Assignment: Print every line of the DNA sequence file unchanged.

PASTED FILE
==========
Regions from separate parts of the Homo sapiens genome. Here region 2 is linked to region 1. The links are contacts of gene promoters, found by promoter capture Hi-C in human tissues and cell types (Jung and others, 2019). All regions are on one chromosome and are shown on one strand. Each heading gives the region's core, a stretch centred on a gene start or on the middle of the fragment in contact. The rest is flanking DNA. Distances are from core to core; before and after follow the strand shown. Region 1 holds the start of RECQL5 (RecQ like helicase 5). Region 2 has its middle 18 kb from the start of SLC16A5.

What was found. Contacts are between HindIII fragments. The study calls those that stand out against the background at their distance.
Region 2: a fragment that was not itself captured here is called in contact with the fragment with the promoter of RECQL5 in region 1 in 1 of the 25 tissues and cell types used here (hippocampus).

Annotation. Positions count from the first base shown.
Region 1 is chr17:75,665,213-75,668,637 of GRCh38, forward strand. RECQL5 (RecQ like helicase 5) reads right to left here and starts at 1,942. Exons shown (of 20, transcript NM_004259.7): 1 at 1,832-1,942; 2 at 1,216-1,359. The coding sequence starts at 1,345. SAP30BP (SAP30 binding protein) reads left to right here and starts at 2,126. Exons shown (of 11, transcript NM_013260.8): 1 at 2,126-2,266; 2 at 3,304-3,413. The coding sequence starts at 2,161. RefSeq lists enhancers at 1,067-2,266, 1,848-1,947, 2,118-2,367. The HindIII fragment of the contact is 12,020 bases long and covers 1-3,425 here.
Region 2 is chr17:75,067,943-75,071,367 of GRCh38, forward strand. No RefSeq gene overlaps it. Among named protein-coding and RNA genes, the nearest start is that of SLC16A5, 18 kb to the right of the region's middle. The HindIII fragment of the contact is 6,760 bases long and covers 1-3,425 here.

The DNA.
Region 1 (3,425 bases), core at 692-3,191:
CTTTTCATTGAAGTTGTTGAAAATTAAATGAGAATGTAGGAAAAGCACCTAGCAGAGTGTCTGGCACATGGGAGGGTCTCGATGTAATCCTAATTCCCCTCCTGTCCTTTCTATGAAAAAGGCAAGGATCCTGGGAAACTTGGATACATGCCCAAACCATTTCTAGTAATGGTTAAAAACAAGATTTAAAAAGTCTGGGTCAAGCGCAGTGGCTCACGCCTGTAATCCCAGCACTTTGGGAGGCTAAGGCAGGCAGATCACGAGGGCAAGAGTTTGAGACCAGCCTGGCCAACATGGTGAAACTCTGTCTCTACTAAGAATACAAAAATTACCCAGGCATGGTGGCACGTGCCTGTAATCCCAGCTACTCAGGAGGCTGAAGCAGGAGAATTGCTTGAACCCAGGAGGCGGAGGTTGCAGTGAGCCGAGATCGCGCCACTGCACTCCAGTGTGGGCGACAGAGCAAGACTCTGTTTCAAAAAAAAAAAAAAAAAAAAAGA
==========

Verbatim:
Regions from separate parts of the Homo sapiens genome. Here region 2 is linked to region 1. The links are contacts of gene promoters, found by promoter capture Hi-C in human tissues and cell types (Jung and others, 2019). All regions are on one chromosome and are shown on one strand. Each heading gives the region's core, a stretch centred on a gene start or on the middle of the fragment in contact. The rest is flanking DNA. Distances are from core to core; before and after follow the strand shown. Region 1 holds the start of RECQL5 (RecQ like helicase 5). Region 2 has its middle 18 kb from the start of SLC16A5.

What was found. Contacts are between HindIII fragments. The study calls those that stand out against the background at their distance.
Region 2: a fragment that was not itself captured here is called in contact with the fragment with the promoter of RECQL5 in region 1 in 1 of the 25 tissues and cell types used here (hippocampus).

Annotation. Positions count from the first base shown.
Region 1 is chr17:75,665,213-75,668,637 of GRCh38, forward strand. RECQL5 (RecQ like helicase 5) reads right to left here and starts at 1,942. Exons shown (of 20, transcript NM_004259.7): 1 at 1,832-1,942; 2 at 1,216-1,359. The coding sequence starts at 1,345. SAP30BP (SAP30 binding protein) reads left to right here and starts at 2,126. Exons shown (of 11, transcript NM_013260.8): 1 at 2,126-2,266; 2 at 3,304-3,413. The coding sequence starts at 2,161. RefSeq lists enhancers at 1,067-2,266, 1,848-1,947, 2,118-2,367. The HindIII fragment of the contact is 12,020 bases long and covers 1-3,425 here.
Region 2 is chr17:75,067,943-75,071,367 of GRCh38, forward strand. No RefSeq gene overlaps it. Among named protein-coding and RNA genes, the nearest start is that of SLC16A5, 18 kb to the right of the region's middle. The HindIII fragment of the contact is 6,760 bases long and covers 1-3,425 here.

The DNA.
Region 1 (3,425 bases), core at 692-3,191:
CTTTTCATTGAAGTTGTTGAAAATTAAATGAGAATGTAGGAAAAGCACCTAGCAGAGTGTCTGGCACATGGGAGGGTCTCGATGTAATCCTAATTCCCCTCCTGTCCTTTCTATGAAAAAGGCAAGGATCCTGGGAAACTTGGATACATGCCCAAACCATTTCTAGTAATGGTTAAAAACAAGATTTAAAAAGTCTGGGTCAAGCGCAGTGGCTCACGCCTGTAATCCCAGCACTTTGGGAGGCTAAGGCAGGCAGATCACGAGGGCAAGAGTTTGAGACCAGCCTGGCCAACATGGTGAAACTCTGTCTCTACTAAGAATACAAAAATTACCCAGGCATGGTGGCACGTGCCTGTAATCCCAGCTACTCAGGAGGCTGAAGCAGGAGAATTGCTTGAACCCAGGAGGCGGAGGTTGCAGTGAGCCGAGATCGCGCCACTGCACTCCAGTGTGGGCGACAGAGCAAGACTCTGTTTCAAAAAAAAAAAAAAAAAAAAAGA